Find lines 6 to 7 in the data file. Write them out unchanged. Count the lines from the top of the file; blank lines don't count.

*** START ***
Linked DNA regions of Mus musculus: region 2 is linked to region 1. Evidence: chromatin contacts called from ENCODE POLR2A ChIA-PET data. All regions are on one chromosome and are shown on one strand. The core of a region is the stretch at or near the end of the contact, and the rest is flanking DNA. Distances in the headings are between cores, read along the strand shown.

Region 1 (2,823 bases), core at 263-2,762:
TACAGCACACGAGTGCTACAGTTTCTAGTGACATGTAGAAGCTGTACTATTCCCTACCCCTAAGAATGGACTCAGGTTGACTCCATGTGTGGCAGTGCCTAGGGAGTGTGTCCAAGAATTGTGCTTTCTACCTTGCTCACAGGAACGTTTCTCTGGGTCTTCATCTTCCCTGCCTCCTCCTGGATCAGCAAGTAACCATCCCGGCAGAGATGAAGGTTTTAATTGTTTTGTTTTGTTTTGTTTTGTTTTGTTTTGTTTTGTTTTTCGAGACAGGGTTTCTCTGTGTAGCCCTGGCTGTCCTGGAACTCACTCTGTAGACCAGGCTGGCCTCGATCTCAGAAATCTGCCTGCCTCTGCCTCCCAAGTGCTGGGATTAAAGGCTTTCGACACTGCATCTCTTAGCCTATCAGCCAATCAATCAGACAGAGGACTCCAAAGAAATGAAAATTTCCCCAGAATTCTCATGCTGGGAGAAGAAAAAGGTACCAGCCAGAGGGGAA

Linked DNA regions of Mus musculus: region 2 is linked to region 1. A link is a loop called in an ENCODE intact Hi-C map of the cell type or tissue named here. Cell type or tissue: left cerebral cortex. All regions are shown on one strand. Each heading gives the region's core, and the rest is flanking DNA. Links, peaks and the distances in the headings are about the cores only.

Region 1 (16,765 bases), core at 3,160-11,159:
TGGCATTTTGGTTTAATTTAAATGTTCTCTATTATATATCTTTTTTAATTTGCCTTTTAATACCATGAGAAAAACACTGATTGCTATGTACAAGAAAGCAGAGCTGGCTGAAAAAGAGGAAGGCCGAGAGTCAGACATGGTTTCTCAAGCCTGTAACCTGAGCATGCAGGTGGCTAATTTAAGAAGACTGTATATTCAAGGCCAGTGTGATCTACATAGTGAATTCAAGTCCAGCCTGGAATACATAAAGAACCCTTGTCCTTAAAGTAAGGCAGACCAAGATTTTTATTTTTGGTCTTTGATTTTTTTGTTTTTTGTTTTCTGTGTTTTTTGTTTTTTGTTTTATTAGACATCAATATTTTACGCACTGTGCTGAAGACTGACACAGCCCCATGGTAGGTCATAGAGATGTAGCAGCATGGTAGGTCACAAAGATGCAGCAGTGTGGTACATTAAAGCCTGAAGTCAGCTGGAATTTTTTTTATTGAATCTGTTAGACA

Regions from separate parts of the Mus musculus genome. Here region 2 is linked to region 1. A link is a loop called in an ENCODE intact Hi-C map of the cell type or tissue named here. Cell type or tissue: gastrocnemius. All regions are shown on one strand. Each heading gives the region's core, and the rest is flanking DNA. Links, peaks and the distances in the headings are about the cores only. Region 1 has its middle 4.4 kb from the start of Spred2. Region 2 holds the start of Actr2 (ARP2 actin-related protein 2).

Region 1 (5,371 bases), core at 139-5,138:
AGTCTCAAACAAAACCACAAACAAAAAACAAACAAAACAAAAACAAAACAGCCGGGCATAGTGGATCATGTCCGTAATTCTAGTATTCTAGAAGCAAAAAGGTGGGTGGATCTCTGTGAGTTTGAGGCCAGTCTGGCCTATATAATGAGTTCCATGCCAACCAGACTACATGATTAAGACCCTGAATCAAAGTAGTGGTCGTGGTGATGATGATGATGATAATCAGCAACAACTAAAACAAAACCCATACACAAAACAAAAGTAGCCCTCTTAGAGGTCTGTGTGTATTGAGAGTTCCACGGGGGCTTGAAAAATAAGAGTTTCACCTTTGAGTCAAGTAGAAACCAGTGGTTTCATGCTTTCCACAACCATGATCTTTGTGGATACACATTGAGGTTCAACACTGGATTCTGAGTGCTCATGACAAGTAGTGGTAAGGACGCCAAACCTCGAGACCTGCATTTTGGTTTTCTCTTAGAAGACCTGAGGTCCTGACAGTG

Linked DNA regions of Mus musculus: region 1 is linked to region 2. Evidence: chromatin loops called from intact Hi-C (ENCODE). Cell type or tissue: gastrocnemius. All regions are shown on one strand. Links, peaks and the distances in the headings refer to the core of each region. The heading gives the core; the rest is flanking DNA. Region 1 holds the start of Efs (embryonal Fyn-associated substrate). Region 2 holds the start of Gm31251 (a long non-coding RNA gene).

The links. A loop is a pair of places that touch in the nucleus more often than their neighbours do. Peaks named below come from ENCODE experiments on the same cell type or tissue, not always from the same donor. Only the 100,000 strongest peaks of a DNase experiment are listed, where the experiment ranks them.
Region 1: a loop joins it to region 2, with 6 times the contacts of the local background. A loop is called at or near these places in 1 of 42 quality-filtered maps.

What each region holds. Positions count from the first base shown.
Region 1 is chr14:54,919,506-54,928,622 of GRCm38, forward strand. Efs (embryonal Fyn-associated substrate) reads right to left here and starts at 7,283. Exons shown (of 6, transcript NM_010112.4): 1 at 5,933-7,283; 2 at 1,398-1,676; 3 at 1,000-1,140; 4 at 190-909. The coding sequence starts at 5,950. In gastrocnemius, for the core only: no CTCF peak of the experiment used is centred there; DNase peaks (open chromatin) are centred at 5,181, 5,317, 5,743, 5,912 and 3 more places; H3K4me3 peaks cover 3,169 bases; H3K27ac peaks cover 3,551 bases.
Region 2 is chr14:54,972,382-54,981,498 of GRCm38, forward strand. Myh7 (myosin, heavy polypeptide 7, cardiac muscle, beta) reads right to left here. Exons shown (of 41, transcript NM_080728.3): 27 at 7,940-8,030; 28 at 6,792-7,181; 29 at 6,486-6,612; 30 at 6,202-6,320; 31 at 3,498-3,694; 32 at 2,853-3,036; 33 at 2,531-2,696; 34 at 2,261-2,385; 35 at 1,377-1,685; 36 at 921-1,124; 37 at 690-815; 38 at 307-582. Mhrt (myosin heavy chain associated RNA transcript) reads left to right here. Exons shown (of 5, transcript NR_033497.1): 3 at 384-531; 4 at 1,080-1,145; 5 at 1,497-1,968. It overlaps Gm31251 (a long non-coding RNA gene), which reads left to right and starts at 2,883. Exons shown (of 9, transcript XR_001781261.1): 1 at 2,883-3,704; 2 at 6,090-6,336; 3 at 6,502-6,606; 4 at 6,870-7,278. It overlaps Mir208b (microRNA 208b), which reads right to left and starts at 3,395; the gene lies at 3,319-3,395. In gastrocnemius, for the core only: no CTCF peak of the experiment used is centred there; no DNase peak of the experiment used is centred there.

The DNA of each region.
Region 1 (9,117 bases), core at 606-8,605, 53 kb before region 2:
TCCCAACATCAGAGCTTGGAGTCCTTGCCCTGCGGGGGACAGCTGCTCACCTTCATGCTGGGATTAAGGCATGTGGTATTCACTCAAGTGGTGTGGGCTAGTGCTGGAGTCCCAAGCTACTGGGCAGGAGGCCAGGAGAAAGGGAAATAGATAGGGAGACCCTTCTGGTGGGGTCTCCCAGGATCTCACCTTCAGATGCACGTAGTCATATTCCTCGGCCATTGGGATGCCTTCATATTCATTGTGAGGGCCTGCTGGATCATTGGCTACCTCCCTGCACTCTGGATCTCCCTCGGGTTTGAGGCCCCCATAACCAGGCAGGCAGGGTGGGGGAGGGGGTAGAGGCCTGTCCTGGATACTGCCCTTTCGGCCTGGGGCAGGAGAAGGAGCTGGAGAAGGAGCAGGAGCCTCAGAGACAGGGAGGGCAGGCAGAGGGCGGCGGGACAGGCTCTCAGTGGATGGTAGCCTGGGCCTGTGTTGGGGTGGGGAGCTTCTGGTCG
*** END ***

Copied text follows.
TGGCATTTTGGTTTAATTTAAATGTTCTCTATTATATATCTTTTTTAATTTGCCTTTTAATACCATGAGAAAAACACTGATTGCTATGTACAAGAAAGCAGAGCTGGCTGAAAAAGAGGAAGGCCGAGAGTCAGACATGGTTTCTCAAGCCTGTAACCTGAGCATGCAGGTGGCTAATTTAAGAAGACTGTATATTCAAGGCCAGTGTGATCTACATAGTGAATTCAAGTCCAGCCTGGAATACATAAAGAACCCTTGTCCTTAAAGTAAGGCAGACCAAGATTTTTATTTTTGGTCTTTGATTTTTTTGTTTTTTGTTTTCTGTGTTTTTTGTTTTTTGTTTTATTAGACATCAATATTTTACGCACTGTGCTGAAGACTGACACAGCCCCATGGTAGGTCATAGAGATGTAGCAGCATGGTAGGTCACAAAGATGCAGCAGTGTGGTACATTAAAGCCTGAAGTCAGCTGGAATTTTTTTTATTGAATCTGTTAGACA

Regions from separate parts of the Mus musculus genome. Here region 2 is linked to region 1. A link is a loop called in an ENCODE intact Hi-C map of the cell type or tissue named here. Cell type or tissue: gastrocnemius. All regions are shown on one strand. Each heading gives the region's core, and the rest is flanking DNA. Links, peaks and the distances in the headings are about the cores only. Region 1 has its middle 4.4 kb from the start of Spred2. Region 2 holds the start of Actr2 (ARP2 actin-related protein 2).